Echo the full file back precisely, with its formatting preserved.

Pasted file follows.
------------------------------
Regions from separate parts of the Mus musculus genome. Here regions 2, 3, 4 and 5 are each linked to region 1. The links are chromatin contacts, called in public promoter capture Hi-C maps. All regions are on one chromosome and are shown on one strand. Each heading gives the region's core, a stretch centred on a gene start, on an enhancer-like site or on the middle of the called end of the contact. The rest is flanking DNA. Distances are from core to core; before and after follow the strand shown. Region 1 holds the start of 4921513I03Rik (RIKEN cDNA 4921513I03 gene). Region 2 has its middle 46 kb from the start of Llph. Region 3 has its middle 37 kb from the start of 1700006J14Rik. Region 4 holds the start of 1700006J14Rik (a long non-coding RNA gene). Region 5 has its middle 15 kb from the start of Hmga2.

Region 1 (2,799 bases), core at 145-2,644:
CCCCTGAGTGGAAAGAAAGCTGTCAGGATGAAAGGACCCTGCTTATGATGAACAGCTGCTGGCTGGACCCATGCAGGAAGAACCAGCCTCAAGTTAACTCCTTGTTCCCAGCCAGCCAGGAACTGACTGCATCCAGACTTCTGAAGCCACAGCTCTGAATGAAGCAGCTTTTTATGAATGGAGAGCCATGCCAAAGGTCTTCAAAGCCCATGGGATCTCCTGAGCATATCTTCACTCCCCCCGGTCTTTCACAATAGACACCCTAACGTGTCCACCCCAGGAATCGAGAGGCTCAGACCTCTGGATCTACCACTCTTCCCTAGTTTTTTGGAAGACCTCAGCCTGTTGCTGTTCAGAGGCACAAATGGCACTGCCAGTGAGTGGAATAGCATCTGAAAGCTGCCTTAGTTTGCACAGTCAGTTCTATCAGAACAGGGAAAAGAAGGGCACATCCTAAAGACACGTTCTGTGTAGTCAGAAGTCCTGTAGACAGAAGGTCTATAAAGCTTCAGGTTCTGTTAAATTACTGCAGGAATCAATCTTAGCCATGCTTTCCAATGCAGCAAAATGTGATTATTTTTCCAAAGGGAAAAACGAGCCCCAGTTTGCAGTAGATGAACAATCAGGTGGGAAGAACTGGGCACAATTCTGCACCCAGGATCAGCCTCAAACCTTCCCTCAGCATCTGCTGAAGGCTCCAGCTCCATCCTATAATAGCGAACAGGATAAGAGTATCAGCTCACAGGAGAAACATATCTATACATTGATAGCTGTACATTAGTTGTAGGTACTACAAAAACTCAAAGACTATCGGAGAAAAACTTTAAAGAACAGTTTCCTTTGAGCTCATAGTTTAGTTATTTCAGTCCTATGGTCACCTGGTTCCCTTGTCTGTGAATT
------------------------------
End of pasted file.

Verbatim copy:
Regions from separate parts of the Mus musculus genome. Here regions 2, 3, 4 and 5 are each linked to region 1. The links are chromatin contacts, called in public promoter capture Hi-C maps. All regions are on one chromosome and are shown on one strand. Each heading gives the region's core, a stretch centred on a gene start, on an enhancer-like site or on the middle of the called end of the contact. The rest is flanking DNA. Distances are from core to core; before and after follow the strand shown. Region 1 holds the start of 4921513I03Rik (RIKEN cDNA 4921513I03 gene). Region 2 has its middle 46 kb from the start of Llph. Region 3 has its middle 37 kb from the start of 1700006J14Rik. Region 4 holds the start of 1700006J14Rik (a long non-coding RNA gene). Region 5 has its middle 15 kb from the start of Hmga2.

Region 1 (2,799 bases), core at 145-2,644:
CCCCTGAGTGGAAAGAAAGCTGTCAGGATGAAAGGACCCTGCTTATGATGAACAGCTGCTGGCTGGACCCATGCAGGAAGAACCAGCCTCAAGTTAACTCCTTGTTCCCAGCCAGCCAGGAACTGACTGCATCCAGACTTCTGAAGCCACAGCTCTGAATGAAGCAGCTTTTTATGAATGGAGAGCCATGCCAAAGGTCTTCAAAGCCCATGGGATCTCCTGAGCATATCTTCACTCCCCCCGGTCTTTCACAATAGACACCCTAACGTGTCCACCCCAGGAATCGAGAGGCTCAGACCTCTGGATCTACCACTCTTCCCTAGTTTTTTGGAAGACCTCAGCCTGTTGCTGTTCAGAGGCACAAATGGCACTGCCAGTGAGTGGAATAGCATCTGAAAGCTGCCTTAGTTTGCACAGTCAGTTCTATCAGAACAGGGAAAAGAAGGGCACATCCTAAAGACACGTTCTGTGTAGTCAGAAGTCCTGTAGACAGAAGGTCTATAAAGCTTCAGGTTCTGTTAAATTACTGCAGGAATCAATCTTAGCCATGCTTTCCAATGCAGCAAAATGTGATTATTTTTCCAAAGGGAAAAACGAGCCCCAGTTTGCAGTAGATGAACAATCAGGTGGGAAGAACTGGGCACAATTCTGCACCCAGGATCAGCCTCAAACCTTCCCTCAGCATCTGCTGAAGGCTCCAGCTCCATCCTATAATAGCGAACAGGATAAGAGTATCAGCTCACAGGAGAAACATATCTATACATTGATAGCTGTACATTAGTTGTAGGTACTACAAAAACTCAAAGACTATCGGAGAAAAACTTTAAAGAACAGTTTCCTTTGAGCTCATAGTTTAGTTATTTCAGTCCTATGGTCACCTGGTTCCCTTGTCTGTGAATT